Fortunately, I was able to see my kids in the hospital room, knowing that I may not see them again for quite a while. I sure miss them.


Angela rushed home to pack our bags for an indefinite stay. I made sure that she packed plenty of chocolate for herself since that’s her ‘therapy.’

The ride to Baton Rouge airport was tolerable on the narrow stretcher with minimal padding; but I knew it was a short drive.

Luckily I had Angela there by my side the whole time.


I tolerated each bump down I-110 in the anticipation of a more comfortable stretcher on a medical transport jet, obviously designed  for transporting those more critical patients. As we boarded the plane,


This was nothing like the brochure. Must have been the old bait-and-switch.

I think they booked my flight on

This is the view from the cabin door of my table I laid on. Literally, I’m taking up half the width of the plane.


The plane itself was as wide as a queen sized bed. There were 3 seats, a jump seat, and table  with a thin pad on it (i.e. “stretcher”). The table was 6″ long and about 14″ wide except for the equipment you see above installed just at hip-level thus reducing the width to about 11″. As you can see, they used as many straps as possible to wedge me in there and keep me from falling, let alone moving at all.

And I tried to remain as motionless as possible to minimize the pain.

For 2 hours.

Again, Angela was right by my side in the jump seat. She also had a good view of the landing at Dulles (since there’s really no door to the cockpit), watching one pilot say, “No, go to the one with the green lights on the left.” as he pointed out of the windshield.

We finally landed, with me still only in a front hospital gown, going from 70s to 50s, walking from the plane to ambulance.

We arrived at the NIH about 1:30 AM EST on March 15. They had a room ready for me and a physician even did her work-up. I believe I was able to get a little bit of sleep after all that, but little did I anticipate what I would go through the following day.

That first Saturday of my return to NIH began early with a CT scan of my head, chest, abdomen & pelvis.

The great thing about NIH is that you see doctors immediately and you get your results almost immediately.  No need to wait for your doctor to call, or go for a follow up.

Not here at the NIH.

These docs just come into your room and say, “Well from you CT Scan , we can see that you still have fungal pneumonia.”

FUNGAL PNEUMONIA? Where did that come from? That’s the first I’ve heard of that. That sure as heck doesn’t sound like  a good thing….And I don’t even have any symptoms!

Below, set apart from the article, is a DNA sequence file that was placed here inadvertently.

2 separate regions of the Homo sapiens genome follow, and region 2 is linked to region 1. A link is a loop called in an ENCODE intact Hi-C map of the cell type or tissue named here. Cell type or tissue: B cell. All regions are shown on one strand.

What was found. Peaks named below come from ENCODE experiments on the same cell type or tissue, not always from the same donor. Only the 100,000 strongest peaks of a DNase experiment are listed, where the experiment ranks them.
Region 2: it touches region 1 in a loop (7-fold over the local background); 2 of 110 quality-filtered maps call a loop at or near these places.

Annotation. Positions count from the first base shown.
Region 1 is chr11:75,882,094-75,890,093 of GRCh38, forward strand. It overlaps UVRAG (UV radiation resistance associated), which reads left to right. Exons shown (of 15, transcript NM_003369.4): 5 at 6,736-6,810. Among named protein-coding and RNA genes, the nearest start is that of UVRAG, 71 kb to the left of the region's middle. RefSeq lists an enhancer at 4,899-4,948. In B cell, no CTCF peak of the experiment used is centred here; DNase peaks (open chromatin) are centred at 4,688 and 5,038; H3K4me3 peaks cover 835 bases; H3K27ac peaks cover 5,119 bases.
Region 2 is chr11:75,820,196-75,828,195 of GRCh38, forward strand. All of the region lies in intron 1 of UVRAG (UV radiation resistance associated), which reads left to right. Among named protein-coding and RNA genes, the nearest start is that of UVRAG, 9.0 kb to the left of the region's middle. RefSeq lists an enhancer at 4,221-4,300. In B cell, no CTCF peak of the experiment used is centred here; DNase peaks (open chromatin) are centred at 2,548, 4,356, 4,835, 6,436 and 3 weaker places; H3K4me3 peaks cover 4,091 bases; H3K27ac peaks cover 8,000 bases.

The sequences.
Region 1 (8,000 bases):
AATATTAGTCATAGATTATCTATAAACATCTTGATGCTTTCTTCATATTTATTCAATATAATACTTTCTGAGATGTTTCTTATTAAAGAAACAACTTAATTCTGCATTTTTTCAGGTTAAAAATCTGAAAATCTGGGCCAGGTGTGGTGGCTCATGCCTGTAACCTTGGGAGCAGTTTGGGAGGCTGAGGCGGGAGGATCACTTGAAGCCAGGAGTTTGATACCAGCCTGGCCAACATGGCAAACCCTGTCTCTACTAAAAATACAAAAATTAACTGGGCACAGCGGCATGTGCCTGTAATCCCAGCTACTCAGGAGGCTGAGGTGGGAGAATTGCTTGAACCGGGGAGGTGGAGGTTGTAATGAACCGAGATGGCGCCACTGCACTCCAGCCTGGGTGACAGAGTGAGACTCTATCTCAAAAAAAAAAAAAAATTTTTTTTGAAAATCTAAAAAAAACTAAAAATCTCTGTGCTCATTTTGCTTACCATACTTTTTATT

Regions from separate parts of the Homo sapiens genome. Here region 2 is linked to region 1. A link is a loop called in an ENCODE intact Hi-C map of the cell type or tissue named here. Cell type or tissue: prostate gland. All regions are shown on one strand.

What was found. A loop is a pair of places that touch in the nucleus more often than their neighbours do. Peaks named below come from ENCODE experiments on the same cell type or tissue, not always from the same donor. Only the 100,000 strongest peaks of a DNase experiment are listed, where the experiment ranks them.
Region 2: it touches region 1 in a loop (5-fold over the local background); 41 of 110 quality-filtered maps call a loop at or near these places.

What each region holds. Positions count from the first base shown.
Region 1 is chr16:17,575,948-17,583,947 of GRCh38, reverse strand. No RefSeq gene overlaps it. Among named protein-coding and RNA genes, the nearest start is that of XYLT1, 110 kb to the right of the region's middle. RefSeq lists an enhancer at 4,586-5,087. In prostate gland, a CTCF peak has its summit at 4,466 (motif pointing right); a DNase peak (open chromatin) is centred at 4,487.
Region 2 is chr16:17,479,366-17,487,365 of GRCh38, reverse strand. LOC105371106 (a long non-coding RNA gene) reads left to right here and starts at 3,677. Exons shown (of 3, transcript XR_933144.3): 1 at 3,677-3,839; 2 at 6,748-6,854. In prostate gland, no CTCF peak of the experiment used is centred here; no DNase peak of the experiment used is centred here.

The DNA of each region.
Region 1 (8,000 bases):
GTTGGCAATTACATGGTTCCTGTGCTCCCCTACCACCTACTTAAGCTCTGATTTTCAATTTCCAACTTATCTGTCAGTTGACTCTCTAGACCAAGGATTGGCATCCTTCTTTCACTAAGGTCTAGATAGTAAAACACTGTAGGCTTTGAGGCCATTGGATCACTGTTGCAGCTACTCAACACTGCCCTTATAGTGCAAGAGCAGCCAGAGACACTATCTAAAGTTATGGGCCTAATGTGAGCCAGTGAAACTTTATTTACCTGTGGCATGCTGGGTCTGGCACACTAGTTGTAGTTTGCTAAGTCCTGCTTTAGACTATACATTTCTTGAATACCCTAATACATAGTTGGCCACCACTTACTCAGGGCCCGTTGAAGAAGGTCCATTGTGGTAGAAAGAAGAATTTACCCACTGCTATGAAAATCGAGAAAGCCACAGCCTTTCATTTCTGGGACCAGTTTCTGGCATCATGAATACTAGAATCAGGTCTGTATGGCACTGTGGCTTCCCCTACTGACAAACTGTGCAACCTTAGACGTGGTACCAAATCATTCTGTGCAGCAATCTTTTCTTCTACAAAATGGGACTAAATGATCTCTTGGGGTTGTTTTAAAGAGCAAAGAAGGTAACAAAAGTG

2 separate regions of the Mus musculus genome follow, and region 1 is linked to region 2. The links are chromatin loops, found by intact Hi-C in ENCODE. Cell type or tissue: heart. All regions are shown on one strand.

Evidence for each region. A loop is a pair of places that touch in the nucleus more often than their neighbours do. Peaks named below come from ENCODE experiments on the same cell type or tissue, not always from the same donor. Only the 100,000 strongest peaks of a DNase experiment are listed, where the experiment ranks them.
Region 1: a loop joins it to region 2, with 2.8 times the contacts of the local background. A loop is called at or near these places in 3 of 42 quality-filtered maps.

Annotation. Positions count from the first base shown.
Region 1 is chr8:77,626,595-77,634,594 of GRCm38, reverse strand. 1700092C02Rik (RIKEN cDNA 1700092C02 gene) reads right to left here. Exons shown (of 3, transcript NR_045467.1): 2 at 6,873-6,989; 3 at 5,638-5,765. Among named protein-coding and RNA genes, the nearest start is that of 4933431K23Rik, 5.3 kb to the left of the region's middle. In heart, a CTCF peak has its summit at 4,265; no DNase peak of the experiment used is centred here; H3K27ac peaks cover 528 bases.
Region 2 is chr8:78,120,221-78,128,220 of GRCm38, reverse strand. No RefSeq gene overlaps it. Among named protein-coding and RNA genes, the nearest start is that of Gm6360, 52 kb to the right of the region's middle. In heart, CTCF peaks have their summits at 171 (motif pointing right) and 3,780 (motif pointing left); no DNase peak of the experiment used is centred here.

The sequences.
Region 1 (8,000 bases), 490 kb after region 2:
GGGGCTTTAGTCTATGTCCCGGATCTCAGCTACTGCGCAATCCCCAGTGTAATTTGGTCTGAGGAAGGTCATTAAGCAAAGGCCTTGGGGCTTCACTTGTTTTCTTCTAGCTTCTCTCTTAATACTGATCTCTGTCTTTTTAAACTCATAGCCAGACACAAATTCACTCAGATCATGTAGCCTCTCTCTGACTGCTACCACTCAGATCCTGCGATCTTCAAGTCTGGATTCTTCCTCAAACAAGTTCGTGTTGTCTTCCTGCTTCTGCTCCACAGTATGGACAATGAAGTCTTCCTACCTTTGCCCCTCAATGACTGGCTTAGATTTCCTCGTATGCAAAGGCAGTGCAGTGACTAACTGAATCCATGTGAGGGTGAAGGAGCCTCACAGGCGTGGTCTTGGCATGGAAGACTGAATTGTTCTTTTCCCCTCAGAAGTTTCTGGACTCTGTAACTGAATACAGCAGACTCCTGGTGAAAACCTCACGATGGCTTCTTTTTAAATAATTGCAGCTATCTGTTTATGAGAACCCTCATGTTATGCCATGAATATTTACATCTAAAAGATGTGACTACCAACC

Everyone (and I mean EVERYONE) who comes in my room from whatever service, nursing shift, whatever, listens to my lungs and says they are are fine.

Well, as you may or may not know, my neutropenia (lack of white blood cells to fight bacterial, viral or fungal infections) is my main issue right now. I have no immune system to fight. And fungal infections are among the worst to get rid of. So you can imagine my fear.

Apparently, on my recent stay at NIH, they saw some ‘spots’ on my lungs as well, and said they had spread to what’s consistent with fungal pneumonia. So what’s next?



What an unpleasant experience. They shove a tube down your throat into your lungs to look around and clean out your bronchioles. Luckily, they sedate you.

But it’s the recovery that killed me. The coughing. And you know what coughing does to sore rectums? You can only imagine the pain.

Then came the 2nd PICC line. My first PICC line here at NIH went great. But for some reason, this lady had a little more difficulty, and I was not happy.

Of course, Angela was there the whole time and told me that in my post-sedated state I was yelling, “Stop sticking those needles in my arm!”

I spent all of Sunday trying to get comfortable in the bed, which took quite a bit of patience and artistry from Angela wedging pillows and bolstering body parts.

Let me tell you, sitting isn’t all that bad. As with anything, Sitting is Good in Moderation! If you can tolerate it!





Another round at the NIH

First of all apologies for not posting recently on the blog. But it’s been a rough two and a half weeks. For those of who don’t know, when I attempted to return from my first three weeks at NIH I immediately developed sepsis, acute kidney failure, and liver failure the morning after I got back home.

How’s that for a welcome home?

I apparently developed a hemorrhoid that created an abscess which infected my entire body.

What a pain in the ass.


After seeing very little improvement in both my immunity, white blood count, and the pain in my ass (they really couldn’t treat the hemorrhoid), the NIH suggested an alternative treatment for my immune system since I’m not responding to the original treatment as they had hoped.

The only problem is that I can’t sit on a plane for 2 hours to get back there, so Angela and I are flying on a medical evacuation jet with a hospital bed so my ass doesn’t hurt.  We leave today and should get to NIH tonight.  We don’t know how long we will be there, but I will start to receive granulocytes (white blood cells)  in an effort to increase my white cell blood count.

The next step I ask of everyone is to visit the site to see if you can be a bone marrow donor. I believe all you need is a mouth swab to be added to the registry. It is easy to do. It doesn’t take much time and you can potentially save my life or someone else’s life.

Thanks again to everyone who has helped me and my family through this difficult time. Thank you to everyone for your continued thoughts and prayers. At this time that’s pretty much all we can do.